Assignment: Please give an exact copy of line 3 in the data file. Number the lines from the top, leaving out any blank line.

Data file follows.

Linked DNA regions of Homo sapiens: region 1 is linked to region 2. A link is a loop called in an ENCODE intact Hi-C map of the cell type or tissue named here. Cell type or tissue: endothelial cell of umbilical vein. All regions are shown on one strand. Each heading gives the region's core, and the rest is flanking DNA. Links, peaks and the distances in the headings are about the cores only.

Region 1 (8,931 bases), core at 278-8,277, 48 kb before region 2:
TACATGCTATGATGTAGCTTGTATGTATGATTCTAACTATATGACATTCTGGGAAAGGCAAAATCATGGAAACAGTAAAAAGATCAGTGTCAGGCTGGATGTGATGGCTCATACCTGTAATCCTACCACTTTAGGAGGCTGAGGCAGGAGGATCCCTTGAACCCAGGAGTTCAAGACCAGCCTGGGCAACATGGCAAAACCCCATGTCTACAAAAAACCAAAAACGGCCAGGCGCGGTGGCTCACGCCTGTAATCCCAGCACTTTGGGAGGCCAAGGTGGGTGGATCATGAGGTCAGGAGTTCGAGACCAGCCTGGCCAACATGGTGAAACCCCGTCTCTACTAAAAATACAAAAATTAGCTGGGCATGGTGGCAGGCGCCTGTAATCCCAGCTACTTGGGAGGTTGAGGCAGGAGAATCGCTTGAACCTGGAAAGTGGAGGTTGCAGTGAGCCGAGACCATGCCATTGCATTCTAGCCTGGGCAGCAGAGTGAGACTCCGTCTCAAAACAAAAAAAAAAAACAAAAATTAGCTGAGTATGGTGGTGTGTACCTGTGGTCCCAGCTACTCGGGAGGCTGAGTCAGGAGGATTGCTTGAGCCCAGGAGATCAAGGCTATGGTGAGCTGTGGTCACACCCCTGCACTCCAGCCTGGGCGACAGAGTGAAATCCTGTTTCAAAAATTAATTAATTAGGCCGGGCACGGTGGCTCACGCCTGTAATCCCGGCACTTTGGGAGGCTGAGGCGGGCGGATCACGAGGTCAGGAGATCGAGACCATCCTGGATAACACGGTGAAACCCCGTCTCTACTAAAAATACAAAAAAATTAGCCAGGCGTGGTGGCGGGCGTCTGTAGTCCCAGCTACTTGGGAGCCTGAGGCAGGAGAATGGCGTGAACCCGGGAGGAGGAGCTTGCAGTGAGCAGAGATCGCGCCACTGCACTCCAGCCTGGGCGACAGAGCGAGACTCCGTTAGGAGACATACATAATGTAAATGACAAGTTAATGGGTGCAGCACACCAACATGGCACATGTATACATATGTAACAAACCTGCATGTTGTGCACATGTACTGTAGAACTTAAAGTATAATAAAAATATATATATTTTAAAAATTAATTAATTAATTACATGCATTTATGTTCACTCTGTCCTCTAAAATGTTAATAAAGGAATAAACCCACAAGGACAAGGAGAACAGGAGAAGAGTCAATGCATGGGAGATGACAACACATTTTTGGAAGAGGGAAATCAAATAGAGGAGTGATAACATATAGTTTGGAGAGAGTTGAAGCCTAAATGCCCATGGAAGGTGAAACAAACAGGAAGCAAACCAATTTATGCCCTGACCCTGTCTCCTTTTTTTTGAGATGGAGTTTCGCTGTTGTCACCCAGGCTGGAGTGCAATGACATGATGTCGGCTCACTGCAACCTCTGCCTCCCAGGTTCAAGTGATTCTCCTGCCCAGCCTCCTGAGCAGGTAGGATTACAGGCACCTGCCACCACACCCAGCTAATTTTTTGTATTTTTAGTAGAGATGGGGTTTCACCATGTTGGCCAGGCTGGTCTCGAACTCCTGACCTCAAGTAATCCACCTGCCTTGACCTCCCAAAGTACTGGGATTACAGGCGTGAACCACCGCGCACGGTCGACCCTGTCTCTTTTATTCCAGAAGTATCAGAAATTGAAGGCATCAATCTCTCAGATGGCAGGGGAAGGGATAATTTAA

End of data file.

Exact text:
TACATGCTATGATGTAGCTTGTATGTATGATTCTAACTATATGACATTCTGGGAAAGGCAAAATCATGGAAACAGTAAAAAGATCAGTGTCAGGCTGGATGTGATGGCTCATACCTGTAATCCTACCACTTTAGGAGGCTGAGGCAGGAGGATCCCTTGAACCCAGGAGTTCAAGACCAGCCTGGGCAACATGGCAAAACCCCATGTCTACAAAAAACCAAAAACGGCCAGGCGCGGTGGCTCACGCCTGTAATCCCAGCACTTTGGGAGGCCAAGGTGGGTGGATCATGAGGTCAGGAGTTCGAGACCAGCCTGGCCAACATGGTGAAACCCCGTCTCTACTAAAAATACAAAAATTAGCTGGGCATGGTGGCAGGCGCCTGTAATCCCAGCTACTTGGGAGGTTGAGGCAGGAGAATCGCTTGAACCTGGAAAGTGGAGGTTGCAGTGAGCCGAGACCATGCCATTGCATTCTAGCCTGGGCAGCAGAGTGAGACTCCGTCTCAAAACAAAAAAAAAAAACAAAAATTAGCTGAGTATGGTGGTGTGTACCTGTGGTCCCAGCTACTCGGGAGGCTGAGTCAGGAGGATTGCTTGAGCCCAGGAGATCAAGGCTATGGTGAGCTGTGGTCACACCCCTGCACTCCAGCCTGGGCGACAGAGTGAAATCCTGTTTCAAAAATTAATTAATTAGGCCGGGCACGGTGGCTCACGCCTGTAATCCCGGCACTTTGGGAGGCTGAGGCGGGCGGATCACGAGGTCAGGAGATCGAGACCATCCTGGATAACACGGTGAAACCCCGTCTCTACTAAAAATACAAAAAAATTAGCCAGGCGTGGTGGCGGGCGTCTGTAGTCCCAGCTACTTGGGAGCCTGAGGCAGGAGAATGGCGTGAACCCGGGAGGAGGAGCTTGCAGTGAGCAGAGATCGCGCCACTGCACTCCAGCCTGGGCGACAGAGCGAGACTCCGTTAGGAGACATACATAATGTAAATGACAAGTTAATGGGTGCAGCACACCAACATGGCACATGTATACATATGTAACAAACCTGCATGTTGTGCACATGTACTGTAGAACTTAAAGTATAATAAAAATATATATATTTTAAAAATTAATTAATTAATTACATGCATTTATGTTCACTCTGTCCTCTAAAATGTTAATAAAGGAATAAACCCACAAGGACAAGGAGAACAGGAGAAGAGTCAATGCATGGGAGATGACAACACATTTTTGGAAGAGGGAAATCAAATAGAGGAGTGATAACATATAGTTTGGAGAGAGTTGAAGCCTAAATGCCCATGGAAGGTGAAACAAACAGGAAGCAAACCAATTTATGCCCTGACCCTGTCTCCTTTTTTTTGAGATGGAGTTTCGCTGTTGTCACCCAGGCTGGAGTGCAATGACATGATGTCGGCTCACTGCAACCTCTGCCTCCCAGGTTCAAGTGATTCTCCTGCCCAGCCTCCTGAGCAGGTAGGATTACAGGCACCTGCCACCACACCCAGCTAATTTTTTGTATTTTTAGTAGAGATGGGGTTTCACCATGTTGGCCAGGCTGGTCTCGAACTCCTGACCTCAAGTAATCCACCTGCCTTGACCTCCCAAAGTACTGGGATTACAGGCGTGAACCACCGCGCACGGTCGACCCTGTCTCTTTTATTCCAGAAGTATCAGAAATTGAAGGCATCAATCTCTCAGATGGCAGGGGAAGGGATAATTTAA